* Sonia Sotomayor has been dubbed as the “people’s justice” in a law professor’s article recently published in the Yale Law Journal Online. If only RBG had appeared on Sesame Street, the title could’ve been hers. Sigh. [WSJ Law Blog (sub. req.)]
* It’s a “procedural game-changer”: Virginia’s class action lawsuit against same-sex marriage has been stayed pending the outcome of the Fourth Circuit’s decision in the case that struck down the state’s ban on gay marriage. [Legal Times]
* “They’re certainly going to be very careful about biting the hand that feeds them.” Gibson Dunn & Crutcher, the firm behind the “Bridgegate” report that cleared Gov. Christie of wrongdoing, received $3.1M from New Jersey last year. [New Jersey Star-Ledger]
* Now that approximately 60 percent of compliance officers are women, in-house insiders are starting to wonder if the position is being reduced to “women’s work” — and not in a good way. [Corporate Counsel]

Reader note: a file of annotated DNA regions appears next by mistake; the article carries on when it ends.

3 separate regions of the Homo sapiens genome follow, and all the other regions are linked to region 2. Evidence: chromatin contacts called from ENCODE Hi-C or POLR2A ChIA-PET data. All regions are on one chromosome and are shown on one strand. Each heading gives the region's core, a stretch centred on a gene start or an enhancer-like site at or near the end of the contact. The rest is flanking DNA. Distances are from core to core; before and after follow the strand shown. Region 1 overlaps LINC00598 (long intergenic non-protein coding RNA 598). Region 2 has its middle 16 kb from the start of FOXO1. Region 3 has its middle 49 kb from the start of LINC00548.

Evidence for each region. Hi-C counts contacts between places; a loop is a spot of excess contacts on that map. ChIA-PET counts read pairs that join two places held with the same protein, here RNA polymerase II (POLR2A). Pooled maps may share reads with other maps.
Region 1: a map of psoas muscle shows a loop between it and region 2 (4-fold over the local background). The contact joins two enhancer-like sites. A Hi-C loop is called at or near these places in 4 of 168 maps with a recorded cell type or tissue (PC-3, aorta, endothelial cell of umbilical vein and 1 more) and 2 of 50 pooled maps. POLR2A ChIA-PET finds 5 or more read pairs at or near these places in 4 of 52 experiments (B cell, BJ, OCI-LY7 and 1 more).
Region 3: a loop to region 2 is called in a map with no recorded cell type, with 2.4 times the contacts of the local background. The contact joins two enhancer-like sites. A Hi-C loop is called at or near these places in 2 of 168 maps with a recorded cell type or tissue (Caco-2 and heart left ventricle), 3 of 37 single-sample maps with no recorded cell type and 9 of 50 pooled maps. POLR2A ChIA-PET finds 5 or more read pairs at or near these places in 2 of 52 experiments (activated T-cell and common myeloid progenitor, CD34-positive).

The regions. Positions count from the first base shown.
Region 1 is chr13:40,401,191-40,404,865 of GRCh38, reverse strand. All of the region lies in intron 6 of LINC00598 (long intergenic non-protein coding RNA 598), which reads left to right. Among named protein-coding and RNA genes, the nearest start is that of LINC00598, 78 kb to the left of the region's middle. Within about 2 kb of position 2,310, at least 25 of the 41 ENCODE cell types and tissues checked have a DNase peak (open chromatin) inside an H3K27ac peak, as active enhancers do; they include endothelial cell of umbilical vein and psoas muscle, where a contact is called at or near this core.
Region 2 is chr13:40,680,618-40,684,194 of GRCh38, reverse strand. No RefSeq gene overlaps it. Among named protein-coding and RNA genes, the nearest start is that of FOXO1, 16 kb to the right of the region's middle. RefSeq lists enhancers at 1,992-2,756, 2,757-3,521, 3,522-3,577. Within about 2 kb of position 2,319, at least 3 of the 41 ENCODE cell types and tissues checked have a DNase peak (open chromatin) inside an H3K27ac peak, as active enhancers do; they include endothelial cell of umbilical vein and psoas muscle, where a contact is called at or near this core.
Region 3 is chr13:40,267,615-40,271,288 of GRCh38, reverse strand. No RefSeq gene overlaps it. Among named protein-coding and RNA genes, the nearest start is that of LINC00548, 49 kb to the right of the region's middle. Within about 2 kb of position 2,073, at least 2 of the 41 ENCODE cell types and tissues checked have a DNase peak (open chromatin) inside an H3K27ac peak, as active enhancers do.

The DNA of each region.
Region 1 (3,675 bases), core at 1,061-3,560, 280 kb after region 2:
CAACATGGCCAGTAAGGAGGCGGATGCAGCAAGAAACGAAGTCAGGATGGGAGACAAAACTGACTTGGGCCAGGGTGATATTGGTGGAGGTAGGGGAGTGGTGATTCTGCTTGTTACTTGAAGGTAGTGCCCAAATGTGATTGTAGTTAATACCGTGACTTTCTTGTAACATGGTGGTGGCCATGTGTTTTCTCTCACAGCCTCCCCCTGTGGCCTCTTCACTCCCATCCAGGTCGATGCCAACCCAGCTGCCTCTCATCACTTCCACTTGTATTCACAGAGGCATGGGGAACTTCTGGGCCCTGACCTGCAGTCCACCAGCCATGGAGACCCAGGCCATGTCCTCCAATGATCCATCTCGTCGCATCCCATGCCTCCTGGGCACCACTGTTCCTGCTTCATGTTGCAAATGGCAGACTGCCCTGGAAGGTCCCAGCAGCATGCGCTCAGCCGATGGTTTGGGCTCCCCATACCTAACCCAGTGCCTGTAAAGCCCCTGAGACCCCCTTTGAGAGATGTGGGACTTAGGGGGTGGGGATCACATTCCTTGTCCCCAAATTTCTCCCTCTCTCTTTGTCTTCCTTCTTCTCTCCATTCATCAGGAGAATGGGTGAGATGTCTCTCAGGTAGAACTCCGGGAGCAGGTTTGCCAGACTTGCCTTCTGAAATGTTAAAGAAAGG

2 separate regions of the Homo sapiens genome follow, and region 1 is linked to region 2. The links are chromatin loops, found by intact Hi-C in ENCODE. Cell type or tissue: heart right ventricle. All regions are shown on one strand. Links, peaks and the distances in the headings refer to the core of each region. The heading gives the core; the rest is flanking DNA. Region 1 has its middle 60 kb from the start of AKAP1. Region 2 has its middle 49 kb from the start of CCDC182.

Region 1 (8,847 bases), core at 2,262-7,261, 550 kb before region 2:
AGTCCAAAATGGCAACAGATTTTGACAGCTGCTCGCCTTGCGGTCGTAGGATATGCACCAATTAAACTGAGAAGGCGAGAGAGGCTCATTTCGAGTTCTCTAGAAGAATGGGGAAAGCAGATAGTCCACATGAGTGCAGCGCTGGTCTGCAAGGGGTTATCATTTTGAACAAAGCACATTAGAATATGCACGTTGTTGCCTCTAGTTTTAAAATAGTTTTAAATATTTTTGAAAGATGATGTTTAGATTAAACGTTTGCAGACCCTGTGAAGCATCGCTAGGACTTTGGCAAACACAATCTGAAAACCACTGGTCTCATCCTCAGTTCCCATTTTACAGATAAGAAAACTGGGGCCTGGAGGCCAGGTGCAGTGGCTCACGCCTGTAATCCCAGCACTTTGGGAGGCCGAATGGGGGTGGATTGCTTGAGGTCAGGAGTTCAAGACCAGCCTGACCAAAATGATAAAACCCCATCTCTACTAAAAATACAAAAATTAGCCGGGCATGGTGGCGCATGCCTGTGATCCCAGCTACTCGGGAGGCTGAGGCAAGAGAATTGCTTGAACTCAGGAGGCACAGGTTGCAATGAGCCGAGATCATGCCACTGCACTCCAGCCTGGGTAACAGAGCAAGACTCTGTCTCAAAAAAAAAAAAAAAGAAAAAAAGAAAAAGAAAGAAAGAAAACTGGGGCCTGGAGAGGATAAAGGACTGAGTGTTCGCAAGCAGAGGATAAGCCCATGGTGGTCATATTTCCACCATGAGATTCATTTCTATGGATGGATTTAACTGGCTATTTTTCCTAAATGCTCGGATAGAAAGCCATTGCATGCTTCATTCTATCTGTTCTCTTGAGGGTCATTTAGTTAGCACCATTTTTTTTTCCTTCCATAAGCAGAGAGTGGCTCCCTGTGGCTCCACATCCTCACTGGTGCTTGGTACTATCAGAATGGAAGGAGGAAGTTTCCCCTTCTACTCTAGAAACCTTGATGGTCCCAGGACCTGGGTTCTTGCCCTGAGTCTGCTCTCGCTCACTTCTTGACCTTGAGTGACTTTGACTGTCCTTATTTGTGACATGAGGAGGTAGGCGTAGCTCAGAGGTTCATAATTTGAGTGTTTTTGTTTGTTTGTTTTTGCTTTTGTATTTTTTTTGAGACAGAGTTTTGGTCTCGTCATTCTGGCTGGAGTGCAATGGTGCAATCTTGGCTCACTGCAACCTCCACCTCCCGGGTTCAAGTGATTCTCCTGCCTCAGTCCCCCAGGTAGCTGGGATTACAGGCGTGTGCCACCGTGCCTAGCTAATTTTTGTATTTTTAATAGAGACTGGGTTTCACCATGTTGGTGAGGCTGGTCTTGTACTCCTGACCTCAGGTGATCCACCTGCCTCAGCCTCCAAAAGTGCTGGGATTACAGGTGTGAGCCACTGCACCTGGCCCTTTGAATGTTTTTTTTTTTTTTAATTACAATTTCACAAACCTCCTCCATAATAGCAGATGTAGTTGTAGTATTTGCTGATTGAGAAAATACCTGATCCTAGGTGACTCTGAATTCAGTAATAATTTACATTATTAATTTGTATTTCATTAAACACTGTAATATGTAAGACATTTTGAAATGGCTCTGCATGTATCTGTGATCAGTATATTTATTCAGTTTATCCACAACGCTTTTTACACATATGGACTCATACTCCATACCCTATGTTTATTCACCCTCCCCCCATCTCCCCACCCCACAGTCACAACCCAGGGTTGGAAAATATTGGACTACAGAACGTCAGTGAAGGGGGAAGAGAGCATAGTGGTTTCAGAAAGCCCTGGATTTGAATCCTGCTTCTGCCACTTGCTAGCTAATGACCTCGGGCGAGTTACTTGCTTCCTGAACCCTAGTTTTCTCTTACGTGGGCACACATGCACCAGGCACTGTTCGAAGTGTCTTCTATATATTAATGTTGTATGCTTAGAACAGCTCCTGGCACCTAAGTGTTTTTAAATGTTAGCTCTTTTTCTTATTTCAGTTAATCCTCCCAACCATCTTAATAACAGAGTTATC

* Everyone involved in this case is dead, but it’s been hanging in the courts for more than a decade. Soon we’ll find out if Anna Nicole Smith’s ex-stepson will be sanctioned in the grave. [National Law Journal]
By now you’ve probably heard about Duffey v. Twentieth Century Fox Film Corp (S.D.N.Y.). The plaintiff, actor Todd Duffey, played Brian, aka the “Flair Guy” — the Chotchkie’s waiter adorned with a plethora of “flair,” or colorful, cheesy buttons — in the 1999 cult-classic movie “Office Space.” Duffey sued Twentieth Century Fox and Library Publications, alleging that the defendants improperly used his image to market a spinoff product, the Office Space Box of Flair (affiliate link).
Duffey lost. The fun, stylishly written opinion rejecting his claims has gotten lots of coverage, in outlets ranging from Quartz to Consumerist to Gawker.